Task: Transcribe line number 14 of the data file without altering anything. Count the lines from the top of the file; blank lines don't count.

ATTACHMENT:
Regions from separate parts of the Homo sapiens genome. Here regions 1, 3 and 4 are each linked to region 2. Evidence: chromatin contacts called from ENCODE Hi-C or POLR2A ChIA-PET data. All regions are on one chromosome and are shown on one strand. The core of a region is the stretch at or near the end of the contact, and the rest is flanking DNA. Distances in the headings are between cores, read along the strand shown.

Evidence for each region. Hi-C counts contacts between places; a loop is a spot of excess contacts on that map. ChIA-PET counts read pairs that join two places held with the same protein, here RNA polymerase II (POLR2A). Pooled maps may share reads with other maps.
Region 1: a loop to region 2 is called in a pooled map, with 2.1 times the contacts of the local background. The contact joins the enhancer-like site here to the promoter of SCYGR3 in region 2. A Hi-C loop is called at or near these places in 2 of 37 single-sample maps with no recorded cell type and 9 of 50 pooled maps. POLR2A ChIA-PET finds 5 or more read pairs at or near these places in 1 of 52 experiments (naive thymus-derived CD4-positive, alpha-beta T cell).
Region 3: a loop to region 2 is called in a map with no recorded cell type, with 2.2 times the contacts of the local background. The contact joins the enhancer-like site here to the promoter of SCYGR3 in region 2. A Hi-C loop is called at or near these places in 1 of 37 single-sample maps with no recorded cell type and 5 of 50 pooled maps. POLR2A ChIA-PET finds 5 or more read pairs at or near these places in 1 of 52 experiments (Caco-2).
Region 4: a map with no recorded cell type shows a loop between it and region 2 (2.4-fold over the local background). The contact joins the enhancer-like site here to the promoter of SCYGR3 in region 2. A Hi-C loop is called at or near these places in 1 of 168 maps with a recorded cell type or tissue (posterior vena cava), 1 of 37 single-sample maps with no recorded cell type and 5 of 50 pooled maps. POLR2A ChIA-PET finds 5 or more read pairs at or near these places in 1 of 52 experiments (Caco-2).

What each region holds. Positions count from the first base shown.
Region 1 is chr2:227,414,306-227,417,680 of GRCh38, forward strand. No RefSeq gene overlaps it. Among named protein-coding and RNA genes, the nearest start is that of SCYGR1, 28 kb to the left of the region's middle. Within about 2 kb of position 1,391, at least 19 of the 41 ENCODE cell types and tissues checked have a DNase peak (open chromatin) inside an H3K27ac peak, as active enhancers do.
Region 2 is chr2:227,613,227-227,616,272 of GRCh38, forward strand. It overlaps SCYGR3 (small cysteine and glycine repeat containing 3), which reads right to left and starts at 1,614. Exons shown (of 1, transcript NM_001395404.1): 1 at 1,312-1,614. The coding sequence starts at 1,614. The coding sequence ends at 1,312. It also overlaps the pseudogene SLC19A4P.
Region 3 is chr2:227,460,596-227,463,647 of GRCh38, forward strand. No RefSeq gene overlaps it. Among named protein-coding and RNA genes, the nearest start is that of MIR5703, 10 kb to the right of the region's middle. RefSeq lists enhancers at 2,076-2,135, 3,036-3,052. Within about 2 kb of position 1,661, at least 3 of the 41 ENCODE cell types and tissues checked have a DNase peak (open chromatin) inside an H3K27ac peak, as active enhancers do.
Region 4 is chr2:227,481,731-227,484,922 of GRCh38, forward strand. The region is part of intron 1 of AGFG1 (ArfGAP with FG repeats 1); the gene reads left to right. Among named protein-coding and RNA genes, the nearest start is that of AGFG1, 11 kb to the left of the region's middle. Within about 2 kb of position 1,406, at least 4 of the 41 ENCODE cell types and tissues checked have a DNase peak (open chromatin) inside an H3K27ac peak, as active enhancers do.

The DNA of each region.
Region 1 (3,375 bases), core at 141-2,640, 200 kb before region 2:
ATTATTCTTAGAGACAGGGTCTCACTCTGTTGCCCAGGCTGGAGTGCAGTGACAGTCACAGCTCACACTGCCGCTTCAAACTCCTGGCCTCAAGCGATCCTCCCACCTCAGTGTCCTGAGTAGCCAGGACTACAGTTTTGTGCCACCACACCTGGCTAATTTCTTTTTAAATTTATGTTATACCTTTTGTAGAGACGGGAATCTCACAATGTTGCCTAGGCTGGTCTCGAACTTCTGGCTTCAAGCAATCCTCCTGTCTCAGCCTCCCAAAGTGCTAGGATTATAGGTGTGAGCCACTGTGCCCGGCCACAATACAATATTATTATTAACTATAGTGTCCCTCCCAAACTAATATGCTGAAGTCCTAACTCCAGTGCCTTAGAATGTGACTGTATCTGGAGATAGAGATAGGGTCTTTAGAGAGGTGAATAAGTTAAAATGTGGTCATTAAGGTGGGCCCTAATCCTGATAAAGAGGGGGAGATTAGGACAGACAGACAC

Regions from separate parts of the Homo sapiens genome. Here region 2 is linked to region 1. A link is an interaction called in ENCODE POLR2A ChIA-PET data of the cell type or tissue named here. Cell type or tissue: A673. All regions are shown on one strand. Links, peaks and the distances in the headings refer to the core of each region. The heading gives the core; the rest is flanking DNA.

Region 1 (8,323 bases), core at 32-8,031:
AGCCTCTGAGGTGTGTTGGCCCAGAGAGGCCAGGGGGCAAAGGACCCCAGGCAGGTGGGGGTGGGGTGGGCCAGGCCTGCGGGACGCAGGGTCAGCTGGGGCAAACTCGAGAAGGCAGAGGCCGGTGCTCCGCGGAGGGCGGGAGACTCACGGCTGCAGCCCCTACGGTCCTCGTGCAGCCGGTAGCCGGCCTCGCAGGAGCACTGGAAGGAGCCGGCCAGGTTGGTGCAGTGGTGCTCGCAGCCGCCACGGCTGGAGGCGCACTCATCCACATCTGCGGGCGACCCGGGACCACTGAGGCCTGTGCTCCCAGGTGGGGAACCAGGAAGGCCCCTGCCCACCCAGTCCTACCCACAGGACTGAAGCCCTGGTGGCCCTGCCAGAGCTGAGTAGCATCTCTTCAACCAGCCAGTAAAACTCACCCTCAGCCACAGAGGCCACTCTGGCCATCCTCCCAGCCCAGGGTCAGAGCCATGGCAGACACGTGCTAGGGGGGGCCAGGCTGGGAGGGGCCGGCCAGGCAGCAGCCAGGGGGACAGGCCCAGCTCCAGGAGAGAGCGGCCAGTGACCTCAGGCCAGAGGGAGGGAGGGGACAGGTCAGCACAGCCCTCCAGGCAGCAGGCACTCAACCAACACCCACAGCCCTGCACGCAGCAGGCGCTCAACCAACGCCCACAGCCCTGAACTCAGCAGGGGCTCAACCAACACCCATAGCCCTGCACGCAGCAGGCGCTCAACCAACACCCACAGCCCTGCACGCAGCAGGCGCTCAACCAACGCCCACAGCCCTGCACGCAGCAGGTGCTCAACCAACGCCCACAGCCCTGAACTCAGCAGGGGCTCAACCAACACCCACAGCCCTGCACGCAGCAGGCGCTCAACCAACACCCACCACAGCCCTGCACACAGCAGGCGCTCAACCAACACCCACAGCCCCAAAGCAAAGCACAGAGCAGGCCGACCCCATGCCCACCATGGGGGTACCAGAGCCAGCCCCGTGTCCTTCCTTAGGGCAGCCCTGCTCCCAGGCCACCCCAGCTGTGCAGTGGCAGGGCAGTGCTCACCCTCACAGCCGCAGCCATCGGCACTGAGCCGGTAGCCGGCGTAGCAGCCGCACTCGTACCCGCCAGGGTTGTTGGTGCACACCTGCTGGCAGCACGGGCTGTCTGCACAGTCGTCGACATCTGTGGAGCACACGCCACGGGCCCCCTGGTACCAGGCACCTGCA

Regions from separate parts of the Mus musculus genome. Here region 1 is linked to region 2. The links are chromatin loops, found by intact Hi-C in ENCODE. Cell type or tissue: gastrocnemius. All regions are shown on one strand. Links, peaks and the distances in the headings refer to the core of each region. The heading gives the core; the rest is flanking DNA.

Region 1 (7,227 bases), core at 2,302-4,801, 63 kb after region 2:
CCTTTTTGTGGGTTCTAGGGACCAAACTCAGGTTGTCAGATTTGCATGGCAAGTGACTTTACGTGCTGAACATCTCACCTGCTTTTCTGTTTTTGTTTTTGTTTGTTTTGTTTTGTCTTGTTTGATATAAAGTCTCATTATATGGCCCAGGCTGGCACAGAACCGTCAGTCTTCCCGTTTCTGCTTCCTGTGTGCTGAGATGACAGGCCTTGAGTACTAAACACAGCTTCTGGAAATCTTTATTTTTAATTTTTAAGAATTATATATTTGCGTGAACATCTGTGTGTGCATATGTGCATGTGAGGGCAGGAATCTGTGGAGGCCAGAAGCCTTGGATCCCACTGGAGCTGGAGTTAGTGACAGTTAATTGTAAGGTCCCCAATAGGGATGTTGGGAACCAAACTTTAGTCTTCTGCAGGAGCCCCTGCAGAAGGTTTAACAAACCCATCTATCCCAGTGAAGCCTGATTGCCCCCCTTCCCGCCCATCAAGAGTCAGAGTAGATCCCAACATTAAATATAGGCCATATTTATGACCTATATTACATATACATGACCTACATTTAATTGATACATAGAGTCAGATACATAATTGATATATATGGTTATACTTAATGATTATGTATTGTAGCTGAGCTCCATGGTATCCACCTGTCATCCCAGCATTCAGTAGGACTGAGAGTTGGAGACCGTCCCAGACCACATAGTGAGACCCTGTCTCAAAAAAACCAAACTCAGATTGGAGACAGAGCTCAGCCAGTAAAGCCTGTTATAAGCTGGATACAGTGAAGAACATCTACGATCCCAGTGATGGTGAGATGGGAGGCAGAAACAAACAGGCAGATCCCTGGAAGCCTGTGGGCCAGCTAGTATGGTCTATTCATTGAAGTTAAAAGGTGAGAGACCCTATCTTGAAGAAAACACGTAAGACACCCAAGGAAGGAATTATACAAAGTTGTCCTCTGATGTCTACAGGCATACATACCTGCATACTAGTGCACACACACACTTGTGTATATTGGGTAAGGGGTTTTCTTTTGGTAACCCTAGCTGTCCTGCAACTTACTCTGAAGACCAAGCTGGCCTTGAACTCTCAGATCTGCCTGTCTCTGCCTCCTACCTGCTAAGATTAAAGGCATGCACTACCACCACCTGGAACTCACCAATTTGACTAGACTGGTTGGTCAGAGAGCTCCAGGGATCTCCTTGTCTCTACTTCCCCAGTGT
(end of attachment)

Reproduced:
Regions from separate parts of the Homo sapiens genome. Here region 2 is linked to region 1. A link is an interaction called in ENCODE POLR2A ChIA-PET data of the cell type or tissue named here. Cell type or tissue: A673. All regions are shown on one strand. Links, peaks and the distances in the headings refer to the core of each region. The heading gives the core; the rest is flanking DNA.